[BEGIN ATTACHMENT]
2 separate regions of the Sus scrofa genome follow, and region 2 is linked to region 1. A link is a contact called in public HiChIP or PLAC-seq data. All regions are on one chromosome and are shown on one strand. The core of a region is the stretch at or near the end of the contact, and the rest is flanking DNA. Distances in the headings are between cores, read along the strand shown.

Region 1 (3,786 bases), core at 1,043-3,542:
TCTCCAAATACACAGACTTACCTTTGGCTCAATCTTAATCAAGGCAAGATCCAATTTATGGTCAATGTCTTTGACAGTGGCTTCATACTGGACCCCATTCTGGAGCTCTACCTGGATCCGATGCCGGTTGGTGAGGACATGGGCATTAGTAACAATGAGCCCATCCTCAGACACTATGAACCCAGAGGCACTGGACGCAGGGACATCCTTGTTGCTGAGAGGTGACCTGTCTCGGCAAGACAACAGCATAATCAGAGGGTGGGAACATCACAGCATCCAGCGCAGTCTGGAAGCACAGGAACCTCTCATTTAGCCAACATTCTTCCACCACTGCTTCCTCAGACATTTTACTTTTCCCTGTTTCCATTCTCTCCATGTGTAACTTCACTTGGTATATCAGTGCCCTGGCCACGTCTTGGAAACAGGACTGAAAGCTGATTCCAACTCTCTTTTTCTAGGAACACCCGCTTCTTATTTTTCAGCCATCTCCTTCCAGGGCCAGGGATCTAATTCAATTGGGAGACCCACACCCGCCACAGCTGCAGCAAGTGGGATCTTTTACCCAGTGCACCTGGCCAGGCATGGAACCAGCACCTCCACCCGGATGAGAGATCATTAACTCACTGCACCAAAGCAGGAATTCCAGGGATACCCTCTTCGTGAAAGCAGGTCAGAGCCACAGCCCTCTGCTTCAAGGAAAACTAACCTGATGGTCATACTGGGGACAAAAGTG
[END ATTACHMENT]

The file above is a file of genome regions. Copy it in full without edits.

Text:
2 separate regions of the Sus scrofa genome follow, and region 2 is linked to region 1. A link is a contact called in public HiChIP or PLAC-seq data. All regions are on one chromosome and are shown on one strand. The core of a region is the stretch at or near the end of the contact, and the rest is flanking DNA. Distances in the headings are between cores, read along the strand shown.

Region 1 (3,786 bases), core at 1,043-3,542:
TCTCCAAATACACAGACTTACCTTTGGCTCAATCTTAATCAAGGCAAGATCCAATTTATGGTCAATGTCTTTGACAGTGGCTTCATACTGGACCCCATTCTGGAGCTCTACCTGGATCCGATGCCGGTTGGTGAGGACATGGGCATTAGTAACAATGAGCCCATCCTCAGACACTATGAACCCAGAGGCACTGGACGCAGGGACATCCTTGTTGCTGAGAGGTGACCTGTCTCGGCAAGACAACAGCATAATCAGAGGGTGGGAACATCACAGCATCCAGCGCAGTCTGGAAGCACAGGAACCTCTCATTTAGCCAACATTCTTCCACCACTGCTTCCTCAGACATTTTACTTTTCCCTGTTTCCATTCTCTCCATGTGTAACTTCACTTGGTATATCAGTGCCCTGGCCACGTCTTGGAAACAGGACTGAAAGCTGATTCCAACTCTCTTTTTCTAGGAACACCCGCTTCTTATTTTTCAGCCATCTCCTTCCAGGGCCAGGGATCTAATTCAATTGGGAGACCCACACCCGCCACAGCTGCAGCAAGTGGGATCTTTTACCCAGTGCACCTGGCCAGGCATGGAACCAGCACCTCCACCCGGATGAGAGATCATTAACTCACTGCACCAAAGCAGGAATTCCAGGGATACCCTCTTCGTGAAAGCAGGTCAGAGCCACAGCCCTCTGCTTCAAGGAAAACTAACCTGATGGTCATACTGGGGACAAAAGTG